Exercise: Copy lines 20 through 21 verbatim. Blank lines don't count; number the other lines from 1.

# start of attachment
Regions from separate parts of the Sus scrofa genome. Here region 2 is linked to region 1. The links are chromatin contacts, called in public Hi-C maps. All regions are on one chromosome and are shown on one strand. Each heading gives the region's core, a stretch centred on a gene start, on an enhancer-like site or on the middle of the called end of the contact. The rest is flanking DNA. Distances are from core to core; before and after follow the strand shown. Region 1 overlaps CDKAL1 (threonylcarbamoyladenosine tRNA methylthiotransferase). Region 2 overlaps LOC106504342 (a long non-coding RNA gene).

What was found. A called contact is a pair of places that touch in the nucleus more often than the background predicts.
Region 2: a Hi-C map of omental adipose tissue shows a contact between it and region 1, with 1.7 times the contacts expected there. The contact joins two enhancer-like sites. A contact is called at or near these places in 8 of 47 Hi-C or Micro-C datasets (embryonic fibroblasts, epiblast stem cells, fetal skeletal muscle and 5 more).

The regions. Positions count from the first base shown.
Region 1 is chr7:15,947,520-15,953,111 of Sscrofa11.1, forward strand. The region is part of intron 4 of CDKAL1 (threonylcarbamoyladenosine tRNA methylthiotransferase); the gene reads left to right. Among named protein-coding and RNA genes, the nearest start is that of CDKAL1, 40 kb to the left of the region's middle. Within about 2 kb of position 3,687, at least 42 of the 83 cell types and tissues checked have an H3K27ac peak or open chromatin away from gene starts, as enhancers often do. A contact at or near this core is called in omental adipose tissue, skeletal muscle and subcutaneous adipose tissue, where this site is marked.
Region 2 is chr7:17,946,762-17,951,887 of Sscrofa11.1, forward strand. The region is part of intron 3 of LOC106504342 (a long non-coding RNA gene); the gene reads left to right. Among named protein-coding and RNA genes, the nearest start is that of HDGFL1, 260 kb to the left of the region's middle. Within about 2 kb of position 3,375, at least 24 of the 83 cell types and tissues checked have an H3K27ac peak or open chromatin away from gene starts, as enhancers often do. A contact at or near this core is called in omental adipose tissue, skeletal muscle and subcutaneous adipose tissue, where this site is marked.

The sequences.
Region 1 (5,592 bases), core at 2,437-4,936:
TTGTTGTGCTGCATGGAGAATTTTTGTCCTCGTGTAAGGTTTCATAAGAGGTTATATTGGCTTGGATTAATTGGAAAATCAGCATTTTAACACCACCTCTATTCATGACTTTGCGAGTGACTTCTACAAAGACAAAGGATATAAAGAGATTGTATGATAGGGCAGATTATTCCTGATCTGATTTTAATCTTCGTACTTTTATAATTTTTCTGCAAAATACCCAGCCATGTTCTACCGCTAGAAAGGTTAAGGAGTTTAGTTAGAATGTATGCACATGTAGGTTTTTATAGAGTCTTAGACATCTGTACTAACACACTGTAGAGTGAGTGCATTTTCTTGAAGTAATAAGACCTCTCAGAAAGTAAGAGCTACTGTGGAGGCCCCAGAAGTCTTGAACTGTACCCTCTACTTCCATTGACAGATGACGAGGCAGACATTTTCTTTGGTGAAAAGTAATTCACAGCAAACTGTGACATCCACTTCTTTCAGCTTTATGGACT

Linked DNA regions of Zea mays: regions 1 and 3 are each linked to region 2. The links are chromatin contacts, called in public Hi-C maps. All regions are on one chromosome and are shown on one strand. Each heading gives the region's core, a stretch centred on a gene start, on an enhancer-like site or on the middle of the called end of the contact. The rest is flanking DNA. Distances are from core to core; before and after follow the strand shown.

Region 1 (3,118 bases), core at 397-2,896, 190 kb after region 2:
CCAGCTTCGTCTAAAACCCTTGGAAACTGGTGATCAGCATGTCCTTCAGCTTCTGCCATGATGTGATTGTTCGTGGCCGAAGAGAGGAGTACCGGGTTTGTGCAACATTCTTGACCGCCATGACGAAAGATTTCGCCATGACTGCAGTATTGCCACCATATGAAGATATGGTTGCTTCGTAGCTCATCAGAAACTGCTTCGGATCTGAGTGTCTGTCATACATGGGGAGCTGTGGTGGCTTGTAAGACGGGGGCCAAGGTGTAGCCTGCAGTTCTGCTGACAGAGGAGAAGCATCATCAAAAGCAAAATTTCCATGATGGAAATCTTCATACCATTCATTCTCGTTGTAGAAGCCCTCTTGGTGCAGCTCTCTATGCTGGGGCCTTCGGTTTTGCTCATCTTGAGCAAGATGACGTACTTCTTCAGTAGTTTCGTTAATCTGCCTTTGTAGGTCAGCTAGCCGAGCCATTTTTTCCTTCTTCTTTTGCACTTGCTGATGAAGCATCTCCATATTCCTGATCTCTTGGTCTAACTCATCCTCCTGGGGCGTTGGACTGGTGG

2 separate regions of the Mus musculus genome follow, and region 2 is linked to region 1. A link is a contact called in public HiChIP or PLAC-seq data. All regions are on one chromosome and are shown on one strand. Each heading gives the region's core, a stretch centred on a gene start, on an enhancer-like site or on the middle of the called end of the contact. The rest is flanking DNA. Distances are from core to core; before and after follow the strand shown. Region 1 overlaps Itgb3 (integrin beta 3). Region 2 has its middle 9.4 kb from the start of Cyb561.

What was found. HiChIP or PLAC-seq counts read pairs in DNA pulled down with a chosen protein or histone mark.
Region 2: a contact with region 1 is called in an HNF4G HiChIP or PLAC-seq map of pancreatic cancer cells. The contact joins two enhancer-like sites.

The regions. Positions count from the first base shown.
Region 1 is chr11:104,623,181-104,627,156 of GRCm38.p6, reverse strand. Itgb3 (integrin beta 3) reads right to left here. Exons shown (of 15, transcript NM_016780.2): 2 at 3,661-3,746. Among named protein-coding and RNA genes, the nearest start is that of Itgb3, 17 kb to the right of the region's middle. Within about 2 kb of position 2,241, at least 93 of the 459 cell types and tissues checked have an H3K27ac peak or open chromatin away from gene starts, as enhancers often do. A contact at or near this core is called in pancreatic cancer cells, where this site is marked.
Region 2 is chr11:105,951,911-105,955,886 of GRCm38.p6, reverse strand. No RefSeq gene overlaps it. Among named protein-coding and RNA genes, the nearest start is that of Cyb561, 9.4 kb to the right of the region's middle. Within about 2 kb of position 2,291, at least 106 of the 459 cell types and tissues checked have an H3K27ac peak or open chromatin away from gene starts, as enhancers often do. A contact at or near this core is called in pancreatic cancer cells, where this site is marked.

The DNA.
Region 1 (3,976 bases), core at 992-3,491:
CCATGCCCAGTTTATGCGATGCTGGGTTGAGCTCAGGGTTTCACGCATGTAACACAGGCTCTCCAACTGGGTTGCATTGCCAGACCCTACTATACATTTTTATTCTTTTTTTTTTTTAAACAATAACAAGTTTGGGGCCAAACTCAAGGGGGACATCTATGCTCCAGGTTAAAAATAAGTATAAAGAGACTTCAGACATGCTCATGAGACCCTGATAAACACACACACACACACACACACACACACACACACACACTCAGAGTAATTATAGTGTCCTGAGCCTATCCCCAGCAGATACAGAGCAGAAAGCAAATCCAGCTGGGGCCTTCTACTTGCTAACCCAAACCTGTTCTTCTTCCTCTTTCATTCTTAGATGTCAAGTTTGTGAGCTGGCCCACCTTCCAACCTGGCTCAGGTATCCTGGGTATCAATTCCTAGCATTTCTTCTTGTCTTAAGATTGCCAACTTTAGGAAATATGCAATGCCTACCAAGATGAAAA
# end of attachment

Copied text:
Region 1 (3,976 bases), core at 992-3,491:
CCATGCCCAGTTTATGCGATGCTGGGTTGAGCTCAGGGTTTCACGCATGTAACACAGGCTCTCCAACTGGGTTGCATTGCCAGACCCTACTATACATTTTTATTCTTTTTTTTTTTTAAACAATAACAAGTTTGGGGCCAAACTCAAGGGGGACATCTATGCTCCAGGTTAAAAATAAGTATAAAGAGACTTCAGACATGCTCATGAGACCCTGATAAACACACACACACACACACACACACACACACACACACACTCAGAGTAATTATAGTGTCCTGAGCCTATCCCCAGCAGATACAGAGCAGAAAGCAAATCCAGCTGGGGCCTTCTACTTGCTAACCCAAACCTGTTCTTCTTCCTCTTTCATTCTTAGATGTCAAGTTTGTGAGCTGGCCCACCTTCCAACCTGGCTCAGGTATCCTGGGTATCAATTCCTAGCATTTCTTCTTGTCTTAAGATTGCCAACTTTAGGAAATATGCAATGCCTACCAAGATGAAAA